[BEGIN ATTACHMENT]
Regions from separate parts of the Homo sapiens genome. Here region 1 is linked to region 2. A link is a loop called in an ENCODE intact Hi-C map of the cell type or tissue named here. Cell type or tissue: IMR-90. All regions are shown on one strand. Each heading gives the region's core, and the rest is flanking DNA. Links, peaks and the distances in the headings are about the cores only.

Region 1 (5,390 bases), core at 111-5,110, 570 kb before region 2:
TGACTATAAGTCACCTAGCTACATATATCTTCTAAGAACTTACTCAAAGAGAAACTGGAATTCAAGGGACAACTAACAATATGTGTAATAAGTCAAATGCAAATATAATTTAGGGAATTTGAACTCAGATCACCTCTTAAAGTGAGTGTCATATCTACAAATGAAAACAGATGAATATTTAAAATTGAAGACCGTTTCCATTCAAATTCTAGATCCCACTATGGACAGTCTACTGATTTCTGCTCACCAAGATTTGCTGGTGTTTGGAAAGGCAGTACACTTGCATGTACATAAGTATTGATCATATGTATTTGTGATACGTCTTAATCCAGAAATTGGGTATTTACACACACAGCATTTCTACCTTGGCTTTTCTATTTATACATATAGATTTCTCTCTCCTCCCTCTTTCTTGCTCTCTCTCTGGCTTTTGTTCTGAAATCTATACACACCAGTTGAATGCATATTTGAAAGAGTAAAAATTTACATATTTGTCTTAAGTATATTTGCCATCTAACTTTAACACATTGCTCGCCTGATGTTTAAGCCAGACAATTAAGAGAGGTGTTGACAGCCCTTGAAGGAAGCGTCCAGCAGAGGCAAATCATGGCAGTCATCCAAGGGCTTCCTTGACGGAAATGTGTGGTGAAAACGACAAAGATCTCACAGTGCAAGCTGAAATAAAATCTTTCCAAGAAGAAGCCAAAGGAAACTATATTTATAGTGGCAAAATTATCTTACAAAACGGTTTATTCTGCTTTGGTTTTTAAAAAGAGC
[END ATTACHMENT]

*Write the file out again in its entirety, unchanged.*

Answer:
Regions from separate parts of the Homo sapiens genome. Here region 1 is linked to region 2. A link is a loop called in an ENCODE intact Hi-C map of the cell type or tissue named here. Cell type or tissue: IMR-90. All regions are shown on one strand. Each heading gives the region's core, and the rest is flanking DNA. Links, peaks and the distances in the headings are about the cores only.

Region 1 (5,390 bases), core at 111-5,110, 570 kb before region 2:
TGACTATAAGTCACCTAGCTACATATATCTTCTAAGAACTTACTCAAAGAGAAACTGGAATTCAAGGGACAACTAACAATATGTGTAATAAGTCAAATGCAAATATAATTTAGGGAATTTGAACTCAGATCACCTCTTAAAGTGAGTGTCATATCTACAAATGAAAACAGATGAATATTTAAAATTGAAGACCGTTTCCATTCAAATTCTAGATCCCACTATGGACAGTCTACTGATTTCTGCTCACCAAGATTTGCTGGTGTTTGGAAAGGCAGTACACTTGCATGTACATAAGTATTGATCATATGTATTTGTGATACGTCTTAATCCAGAAATTGGGTATTTACACACACAGCATTTCTACCTTGGCTTTTCTATTTATACATATAGATTTCTCTCTCCTCCCTCTTTCTTGCTCTCTCTCTGGCTTTTGTTCTGAAATCTATACACACCAGTTGAATGCATATTTGAAAGAGTAAAAATTTACATATTTGTCTTAAGTATATTTGCCATCTAACTTTAACACATTGCTCGCCTGATGTTTAAGCCAGACAATTAAGAGAGGTGTTGACAGCCCTTGAAGGAAGCGTCCAGCAGAGGCAAATCATGGCAGTCATCCAAGGGCTTCCTTGACGGAAATGTGTGGTGAAAACGACAAAGATCTCACAGTGCAAGCTGAAATAAAATCTTTCCAAGAAGAAGCCAAAGGAAACTATATTTATAGTGGCAAAATTATCTTACAAAACGGTTTATTCTGCTTTGGTTTTTAAAAAGAGC